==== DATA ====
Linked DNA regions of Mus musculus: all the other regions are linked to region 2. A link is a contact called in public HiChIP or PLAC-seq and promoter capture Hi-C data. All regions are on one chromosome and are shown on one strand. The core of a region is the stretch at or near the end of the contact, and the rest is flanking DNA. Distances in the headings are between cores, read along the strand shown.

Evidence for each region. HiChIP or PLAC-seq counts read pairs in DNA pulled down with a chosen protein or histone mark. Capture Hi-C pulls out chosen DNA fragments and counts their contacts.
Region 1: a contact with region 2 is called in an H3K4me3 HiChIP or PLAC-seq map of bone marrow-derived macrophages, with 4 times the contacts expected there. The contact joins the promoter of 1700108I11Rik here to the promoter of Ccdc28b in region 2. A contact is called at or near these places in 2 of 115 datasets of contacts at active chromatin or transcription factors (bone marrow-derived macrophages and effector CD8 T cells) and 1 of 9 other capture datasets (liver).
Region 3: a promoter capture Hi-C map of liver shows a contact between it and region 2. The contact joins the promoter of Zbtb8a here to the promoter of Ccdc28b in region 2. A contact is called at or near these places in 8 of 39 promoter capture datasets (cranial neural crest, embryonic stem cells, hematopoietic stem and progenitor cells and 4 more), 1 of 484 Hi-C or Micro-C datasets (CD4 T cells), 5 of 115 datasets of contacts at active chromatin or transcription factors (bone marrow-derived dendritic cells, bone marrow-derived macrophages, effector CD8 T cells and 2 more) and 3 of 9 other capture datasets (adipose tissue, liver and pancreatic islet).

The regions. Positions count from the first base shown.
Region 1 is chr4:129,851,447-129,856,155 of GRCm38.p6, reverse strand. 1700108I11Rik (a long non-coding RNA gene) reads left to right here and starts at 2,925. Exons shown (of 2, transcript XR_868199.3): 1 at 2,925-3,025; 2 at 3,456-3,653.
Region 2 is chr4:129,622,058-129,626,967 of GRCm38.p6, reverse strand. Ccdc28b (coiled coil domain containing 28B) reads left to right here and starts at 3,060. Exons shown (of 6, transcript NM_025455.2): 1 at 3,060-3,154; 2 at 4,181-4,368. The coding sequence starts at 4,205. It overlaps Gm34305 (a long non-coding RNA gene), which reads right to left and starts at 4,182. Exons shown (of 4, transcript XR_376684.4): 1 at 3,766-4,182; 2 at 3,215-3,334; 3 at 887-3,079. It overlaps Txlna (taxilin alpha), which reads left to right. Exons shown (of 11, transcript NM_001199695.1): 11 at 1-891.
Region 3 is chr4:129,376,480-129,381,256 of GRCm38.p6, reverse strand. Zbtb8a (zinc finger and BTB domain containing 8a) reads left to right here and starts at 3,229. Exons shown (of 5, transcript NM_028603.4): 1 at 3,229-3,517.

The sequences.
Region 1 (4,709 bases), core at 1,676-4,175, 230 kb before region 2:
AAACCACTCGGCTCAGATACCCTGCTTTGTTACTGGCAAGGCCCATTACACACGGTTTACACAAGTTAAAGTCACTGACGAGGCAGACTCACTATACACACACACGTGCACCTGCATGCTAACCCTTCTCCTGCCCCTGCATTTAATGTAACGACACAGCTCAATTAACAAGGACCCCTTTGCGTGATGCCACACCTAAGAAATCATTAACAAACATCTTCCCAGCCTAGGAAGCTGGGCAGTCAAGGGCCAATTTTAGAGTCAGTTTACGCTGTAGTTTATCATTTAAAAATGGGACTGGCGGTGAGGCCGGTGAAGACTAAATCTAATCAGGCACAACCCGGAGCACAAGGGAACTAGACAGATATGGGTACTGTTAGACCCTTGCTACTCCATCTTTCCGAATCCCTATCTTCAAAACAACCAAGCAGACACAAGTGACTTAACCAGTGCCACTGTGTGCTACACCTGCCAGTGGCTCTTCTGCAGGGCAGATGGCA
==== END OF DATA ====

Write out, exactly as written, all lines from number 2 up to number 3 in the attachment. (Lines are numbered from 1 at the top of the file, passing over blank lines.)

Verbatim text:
Evidence for each region. HiChIP or PLAC-seq counts read pairs in DNA pulled down with a chosen protein or histone mark. Capture Hi-C pulls out chosen DNA fragments and counts their contacts.
Region 1: a contact with region 2 is called in an H3K4me3 HiChIP or PLAC-seq map of bone marrow-derived macrophages, with 4 times the contacts expected there. The contact joins the promoter of 1700108I11Rik here to the promoter of Ccdc28b in region 2. A contact is called at or near these places in 2 of 115 datasets of contacts at active chromatin or transcription factors (bone marrow-derived macrophages and effector CD8 T cells) and 1 of 9 other capture datasets (liver).